“John Crouch,” Nakashima told Combat Press. “Well, I think there are two main things that he does. One, he creates the atmosphere. It’s his gym. Now I know there are others who are also financial shareholders, but anyone who comes in knows it’s his house. He treats it like that and takes all the responsibility. The atmosphere is positive. He comes in smiling and shaking everyone’s hands. No matter who you are, he remembers your name. He makes sure no one walks around hurt or with a bad attitude. He wants to keep the place positive, for all of us to treat each other like family, and he sets the tone by greeting everyone every day. That kind of thing will help you get through a rough day and a rough practice.
“I think it’s the way he coaches, too. Just like in life, it’s important how you look at things. People are negative; life is tough. It’s easy to get critical and look for the bad. But the world is imperfect. It doesn’t make sense to point out the imperfections. We should be looking for the beauty. Coach Crouch will always start off by pointing out where you did good and then point out the places we need to improve. Some coaches will harp on what you did wrong, focusing only on what’s wrong. Hearing and taking criticism is hard and it’s a huge part of improving, so it’s important to be smart about it.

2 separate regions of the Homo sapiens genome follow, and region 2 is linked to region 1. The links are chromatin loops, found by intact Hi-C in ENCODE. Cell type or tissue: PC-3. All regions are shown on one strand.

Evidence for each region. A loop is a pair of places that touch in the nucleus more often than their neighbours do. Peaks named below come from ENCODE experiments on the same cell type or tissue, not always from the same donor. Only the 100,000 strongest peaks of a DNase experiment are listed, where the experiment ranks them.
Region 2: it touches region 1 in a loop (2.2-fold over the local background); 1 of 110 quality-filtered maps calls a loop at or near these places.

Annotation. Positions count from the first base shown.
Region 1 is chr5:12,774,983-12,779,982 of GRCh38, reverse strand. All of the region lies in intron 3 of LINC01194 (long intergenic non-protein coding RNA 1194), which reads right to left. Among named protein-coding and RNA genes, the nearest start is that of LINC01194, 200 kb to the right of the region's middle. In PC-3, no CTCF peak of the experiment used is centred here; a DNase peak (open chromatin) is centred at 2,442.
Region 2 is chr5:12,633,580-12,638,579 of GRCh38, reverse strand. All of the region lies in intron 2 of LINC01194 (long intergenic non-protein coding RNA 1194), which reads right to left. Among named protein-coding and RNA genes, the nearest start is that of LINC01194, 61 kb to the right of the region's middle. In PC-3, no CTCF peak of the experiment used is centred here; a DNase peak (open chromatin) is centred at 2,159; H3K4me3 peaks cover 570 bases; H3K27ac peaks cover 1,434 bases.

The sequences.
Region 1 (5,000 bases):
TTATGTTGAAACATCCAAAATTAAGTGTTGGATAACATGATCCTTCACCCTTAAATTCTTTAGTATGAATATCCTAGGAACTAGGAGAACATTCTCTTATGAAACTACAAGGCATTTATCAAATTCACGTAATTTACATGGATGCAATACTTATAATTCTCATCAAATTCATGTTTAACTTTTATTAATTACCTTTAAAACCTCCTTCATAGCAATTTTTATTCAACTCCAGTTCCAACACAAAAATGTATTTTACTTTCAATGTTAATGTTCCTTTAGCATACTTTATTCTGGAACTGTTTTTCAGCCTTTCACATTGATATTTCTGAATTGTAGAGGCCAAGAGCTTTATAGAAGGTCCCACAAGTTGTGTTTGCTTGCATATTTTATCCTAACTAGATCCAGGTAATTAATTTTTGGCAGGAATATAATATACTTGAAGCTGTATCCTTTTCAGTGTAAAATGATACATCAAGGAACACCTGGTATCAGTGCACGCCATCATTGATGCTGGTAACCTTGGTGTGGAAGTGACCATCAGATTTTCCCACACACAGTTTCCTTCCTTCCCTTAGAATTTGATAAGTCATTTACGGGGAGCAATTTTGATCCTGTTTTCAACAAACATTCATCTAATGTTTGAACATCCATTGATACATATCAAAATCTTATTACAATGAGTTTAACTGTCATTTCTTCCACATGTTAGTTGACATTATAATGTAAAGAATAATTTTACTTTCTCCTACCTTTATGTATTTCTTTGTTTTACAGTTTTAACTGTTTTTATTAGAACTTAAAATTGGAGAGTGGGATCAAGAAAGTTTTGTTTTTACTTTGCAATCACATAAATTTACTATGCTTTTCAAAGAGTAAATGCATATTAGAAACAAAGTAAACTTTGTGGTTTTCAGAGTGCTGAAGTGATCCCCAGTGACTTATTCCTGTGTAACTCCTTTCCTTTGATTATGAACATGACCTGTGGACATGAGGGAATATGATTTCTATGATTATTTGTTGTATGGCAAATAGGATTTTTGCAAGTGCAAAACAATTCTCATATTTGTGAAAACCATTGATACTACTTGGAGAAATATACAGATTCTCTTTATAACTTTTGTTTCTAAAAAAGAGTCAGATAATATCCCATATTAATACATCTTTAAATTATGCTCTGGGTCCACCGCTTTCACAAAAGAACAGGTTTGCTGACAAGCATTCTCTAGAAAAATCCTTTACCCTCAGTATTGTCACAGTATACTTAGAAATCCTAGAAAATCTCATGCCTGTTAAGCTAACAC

“The other key is how he holds us accountable. At some other gyms, there isn’t anyone keeping kids accountable. He always wants to know why you’re not at practice. If he notices something wrong, he will sit us down. Like, right now, Joe Riggs and I have fights coming up. Other gyms, well, in some of them, nobody is there to help their fighters prepare. If they don’t have a fight coming up, they aren’t there to help other fighters train. Not here.
“A real leader isn’t afraid to get dirty. If someone is acting up, he might sic Benson or Riggs on them. Benson, he does it in and outside the cage, too. He is a great human being and is a big part of the accountability at the gym. If he isn’t practicing, he is still there coaching. It’s almost like a Batman/Robin thing [laughs].
“A lot of it is mentality. The champion mentality is all about overcoming. From grade school in a small town that never had a state champion, and I placed third in state. In high school, I was the first to go to state. [I was] national champ at junior college. I didn’t get to win a national championship while I was at Nebraska — and that was on me [because] I was not mature enough to live on my own, I think. I dedicated myself to school and to wrestling, but I was just not able to hit the goals I set.